Doctors refused to see patients after computer KO

ELGIN GPs DECIDED IT WAS TOO DANGEROUS TO TREAT THEM WITHOUT MEDICAL HISTORY

By Donna MacAllister

Published: 09/02/2010

Hundreds of people in Moray were unable to see their GPs after a computer system crashed, blocking access to medical records.

Patients were turned away from the Maryhill Practice at Elgin Health Centre after doctors decided it would be too dangerous to treat them without being able to check their medical history.

The centre stayed open for emergencies, but practice manager Eileen Rae said it was the first time in her 21 years in the role that patients could not be treated.

“It is very disappointing to say the least,” she said.

Mrs Rae said the situation came to a head when computers crashed last Tuesday.

Around 200 patients were affected and it had been distressing for medical centre staff who were forced to tell them they could not be seen by a doctor on that day.

Read more  about this computer outage

InterSystems TrakCare selected as the new national patient information system for Scotland

-Nurses and doctors set to benefit from easier and quicker access to patients’ records-

Eton, UK – 03 February 2010 – InterSystems has announced that it has signed a framework contract with NHS National Service Scotland to supply its InterSystems TrakCare™ connected health information system as the new national patient management system for Scotland.

The contract is a national framework in line with Scotland’s eHealth Strategy that will enable any Health Board access to the system and associated modules over the next four years.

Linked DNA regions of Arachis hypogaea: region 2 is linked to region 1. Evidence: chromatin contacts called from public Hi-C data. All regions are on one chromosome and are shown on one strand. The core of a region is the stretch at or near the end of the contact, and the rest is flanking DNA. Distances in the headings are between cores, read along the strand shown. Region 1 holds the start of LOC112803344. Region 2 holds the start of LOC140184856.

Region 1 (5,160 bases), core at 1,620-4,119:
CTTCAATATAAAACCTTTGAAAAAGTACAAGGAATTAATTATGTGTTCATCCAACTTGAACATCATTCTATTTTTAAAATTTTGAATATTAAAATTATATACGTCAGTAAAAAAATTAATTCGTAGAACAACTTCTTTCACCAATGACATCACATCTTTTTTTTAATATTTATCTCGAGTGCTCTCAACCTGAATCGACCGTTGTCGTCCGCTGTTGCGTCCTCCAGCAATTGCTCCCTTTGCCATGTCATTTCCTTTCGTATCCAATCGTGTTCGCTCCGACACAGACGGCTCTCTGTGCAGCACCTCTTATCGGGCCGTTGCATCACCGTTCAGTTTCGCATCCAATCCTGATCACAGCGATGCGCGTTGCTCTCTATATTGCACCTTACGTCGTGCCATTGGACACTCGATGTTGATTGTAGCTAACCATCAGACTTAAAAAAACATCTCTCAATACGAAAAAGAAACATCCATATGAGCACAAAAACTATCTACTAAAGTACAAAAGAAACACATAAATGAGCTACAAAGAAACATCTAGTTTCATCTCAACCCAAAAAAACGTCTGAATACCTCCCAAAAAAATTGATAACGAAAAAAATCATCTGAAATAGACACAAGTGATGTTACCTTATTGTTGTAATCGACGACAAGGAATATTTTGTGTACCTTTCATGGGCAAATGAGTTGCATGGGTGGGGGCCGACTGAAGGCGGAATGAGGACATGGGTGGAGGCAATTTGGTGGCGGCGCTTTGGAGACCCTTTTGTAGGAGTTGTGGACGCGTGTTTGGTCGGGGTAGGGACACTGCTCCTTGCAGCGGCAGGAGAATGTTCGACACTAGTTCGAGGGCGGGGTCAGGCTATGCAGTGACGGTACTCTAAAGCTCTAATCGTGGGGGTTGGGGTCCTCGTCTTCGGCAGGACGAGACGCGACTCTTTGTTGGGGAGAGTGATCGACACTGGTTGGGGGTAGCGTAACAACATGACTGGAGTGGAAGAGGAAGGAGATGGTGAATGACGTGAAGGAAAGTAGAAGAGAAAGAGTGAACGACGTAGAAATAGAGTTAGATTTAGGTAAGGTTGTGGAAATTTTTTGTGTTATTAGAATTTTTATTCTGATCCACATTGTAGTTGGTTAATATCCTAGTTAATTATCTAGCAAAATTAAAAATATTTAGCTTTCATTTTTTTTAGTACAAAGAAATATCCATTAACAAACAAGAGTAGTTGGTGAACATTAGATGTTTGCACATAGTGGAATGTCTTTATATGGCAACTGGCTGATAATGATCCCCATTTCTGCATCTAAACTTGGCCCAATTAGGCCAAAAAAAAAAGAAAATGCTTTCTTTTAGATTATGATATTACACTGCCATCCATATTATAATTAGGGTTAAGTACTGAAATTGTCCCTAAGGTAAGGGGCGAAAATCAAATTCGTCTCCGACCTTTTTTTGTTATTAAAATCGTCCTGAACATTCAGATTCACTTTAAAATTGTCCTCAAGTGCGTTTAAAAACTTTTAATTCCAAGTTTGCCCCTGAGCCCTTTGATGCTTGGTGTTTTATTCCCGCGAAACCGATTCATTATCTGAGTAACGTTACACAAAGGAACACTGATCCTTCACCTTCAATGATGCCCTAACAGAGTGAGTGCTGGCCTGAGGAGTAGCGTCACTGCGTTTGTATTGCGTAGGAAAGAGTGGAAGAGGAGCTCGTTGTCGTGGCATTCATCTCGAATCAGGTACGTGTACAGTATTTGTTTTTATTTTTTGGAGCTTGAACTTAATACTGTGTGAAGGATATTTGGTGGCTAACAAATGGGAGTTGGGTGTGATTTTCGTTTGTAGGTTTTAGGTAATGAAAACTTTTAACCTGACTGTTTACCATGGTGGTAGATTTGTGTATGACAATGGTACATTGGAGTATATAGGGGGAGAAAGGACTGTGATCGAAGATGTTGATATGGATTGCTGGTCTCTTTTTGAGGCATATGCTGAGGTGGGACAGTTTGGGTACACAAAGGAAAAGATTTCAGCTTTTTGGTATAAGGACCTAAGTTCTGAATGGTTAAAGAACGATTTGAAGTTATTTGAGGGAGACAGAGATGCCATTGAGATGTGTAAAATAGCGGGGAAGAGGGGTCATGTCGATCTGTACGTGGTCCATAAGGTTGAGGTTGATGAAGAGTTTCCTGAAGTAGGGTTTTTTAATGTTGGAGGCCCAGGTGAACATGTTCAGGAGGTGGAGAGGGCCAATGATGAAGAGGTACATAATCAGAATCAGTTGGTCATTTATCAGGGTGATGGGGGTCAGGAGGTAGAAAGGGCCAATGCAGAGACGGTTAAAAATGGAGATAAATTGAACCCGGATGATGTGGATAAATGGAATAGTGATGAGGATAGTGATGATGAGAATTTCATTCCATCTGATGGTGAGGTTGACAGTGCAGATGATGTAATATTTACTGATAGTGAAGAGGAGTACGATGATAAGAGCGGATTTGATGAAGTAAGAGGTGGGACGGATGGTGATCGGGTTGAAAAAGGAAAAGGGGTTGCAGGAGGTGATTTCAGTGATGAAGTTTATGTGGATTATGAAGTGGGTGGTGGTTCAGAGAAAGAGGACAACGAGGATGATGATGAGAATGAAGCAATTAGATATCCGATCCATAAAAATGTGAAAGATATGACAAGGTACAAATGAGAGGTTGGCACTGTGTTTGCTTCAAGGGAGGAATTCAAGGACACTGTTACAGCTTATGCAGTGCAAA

The new system will help to speed and improve the effectiveness of patient care in Scotland by ensuring patient information will only need to be entered once to make it immediately accessible by authorised staff in other care settings. The TrakCare patient management system includes hospital and mental health patient administration, order communications, results reporting and clinical support tools. A number of optional modules are available for: accident and emergency; hospital electronic prescribing and medicines administration; pharmacy management; maternity; neonatal; and theatres.

Initially the five purchasing Consortium NHS Boards involved (Ayrshire & Arran, Borders, Grampian, Greater Glasgow & Clyde, and Lanarkshire) will take advantage of this national framework agreement. Together with NHS Lothian, an existing TrakCare customer, these five Boards provide care for 70% of the Scottish population.  The total value of the initial contract will be in excess of £44M.  Additional Health Boards are already in discussion about how this framework can benefit them.

Commenting on this development, Scottish Health Secretary, Nicola Sturgeon said, “This contract will enable Health Boards across Scotland to implement a single, nationally available patient management system that will play a major role in improving patient services. Clinicians and patients will both be winners from a system which will track patient journeys from referral to discharge. It means clinicians will have easier and quicker access to medical records and patients will benefit from having more time with healthcare professionals.”